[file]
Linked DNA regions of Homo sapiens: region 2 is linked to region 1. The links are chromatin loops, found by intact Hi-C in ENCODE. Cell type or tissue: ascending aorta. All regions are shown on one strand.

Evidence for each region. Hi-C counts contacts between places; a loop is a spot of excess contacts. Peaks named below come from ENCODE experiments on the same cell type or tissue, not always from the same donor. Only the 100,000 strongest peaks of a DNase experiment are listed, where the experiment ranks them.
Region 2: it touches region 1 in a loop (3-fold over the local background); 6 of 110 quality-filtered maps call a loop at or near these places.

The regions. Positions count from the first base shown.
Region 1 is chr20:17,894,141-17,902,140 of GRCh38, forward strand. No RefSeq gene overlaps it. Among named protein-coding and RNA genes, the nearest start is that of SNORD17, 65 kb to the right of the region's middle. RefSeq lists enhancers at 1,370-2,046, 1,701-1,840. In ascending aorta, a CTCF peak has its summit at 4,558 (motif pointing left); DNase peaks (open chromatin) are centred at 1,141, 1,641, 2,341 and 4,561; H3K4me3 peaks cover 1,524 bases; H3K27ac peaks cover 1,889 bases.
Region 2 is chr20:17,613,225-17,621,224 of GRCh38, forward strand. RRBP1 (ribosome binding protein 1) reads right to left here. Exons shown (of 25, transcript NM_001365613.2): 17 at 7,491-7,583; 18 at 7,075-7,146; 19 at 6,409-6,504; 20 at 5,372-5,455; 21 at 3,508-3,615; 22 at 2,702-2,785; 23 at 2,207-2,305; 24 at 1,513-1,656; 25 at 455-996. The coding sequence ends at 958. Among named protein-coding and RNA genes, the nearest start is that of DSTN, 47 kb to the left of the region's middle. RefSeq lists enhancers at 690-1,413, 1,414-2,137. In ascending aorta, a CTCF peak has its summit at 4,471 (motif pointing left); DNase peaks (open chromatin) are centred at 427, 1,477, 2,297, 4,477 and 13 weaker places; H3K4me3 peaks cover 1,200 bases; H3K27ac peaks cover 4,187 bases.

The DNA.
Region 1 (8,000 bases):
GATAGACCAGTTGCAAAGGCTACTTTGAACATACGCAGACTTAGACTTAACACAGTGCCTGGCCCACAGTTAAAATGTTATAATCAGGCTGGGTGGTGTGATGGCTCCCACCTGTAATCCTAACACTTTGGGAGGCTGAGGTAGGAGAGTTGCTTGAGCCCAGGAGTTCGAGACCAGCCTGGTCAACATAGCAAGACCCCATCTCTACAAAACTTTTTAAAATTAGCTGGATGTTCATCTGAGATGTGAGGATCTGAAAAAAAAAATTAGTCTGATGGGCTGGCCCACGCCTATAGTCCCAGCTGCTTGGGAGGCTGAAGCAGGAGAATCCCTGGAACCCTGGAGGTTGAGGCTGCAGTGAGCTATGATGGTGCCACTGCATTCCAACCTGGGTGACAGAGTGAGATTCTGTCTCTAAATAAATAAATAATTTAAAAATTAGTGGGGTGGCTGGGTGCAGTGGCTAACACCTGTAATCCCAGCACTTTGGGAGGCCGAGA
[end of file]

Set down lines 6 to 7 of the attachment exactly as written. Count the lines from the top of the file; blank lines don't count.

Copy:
Region 2 is chr20:17,613,225-17,621,224 of GRCh38, forward strand. RRBP1 (ribosome binding protein 1) reads right to left here. Exons shown (of 25, transcript NM_001365613.2): 17 at 7,491-7,583; 18 at 7,075-7,146; 19 at 6,409-6,504; 20 at 5,372-5,455; 21 at 3,508-3,615; 22 at 2,702-2,785; 23 at 2,207-2,305; 24 at 1,513-1,656; 25 at 455-996. The coding sequence ends at 958. Among named protein-coding and RNA genes, the nearest start is that of DSTN, 47 kb to the left of the region's middle. RefSeq lists enhancers at 690-1,413, 1,414-2,137. In ascending aorta, a CTCF peak has its summit at 4,471 (motif pointing left); DNase peaks (open chromatin) are centred at 427, 1,477, 2,297, 4,477 and 13 weaker places; H3K4me3 peaks cover 1,200 bases; H3K27ac peaks cover 4,187 bases.

The DNA.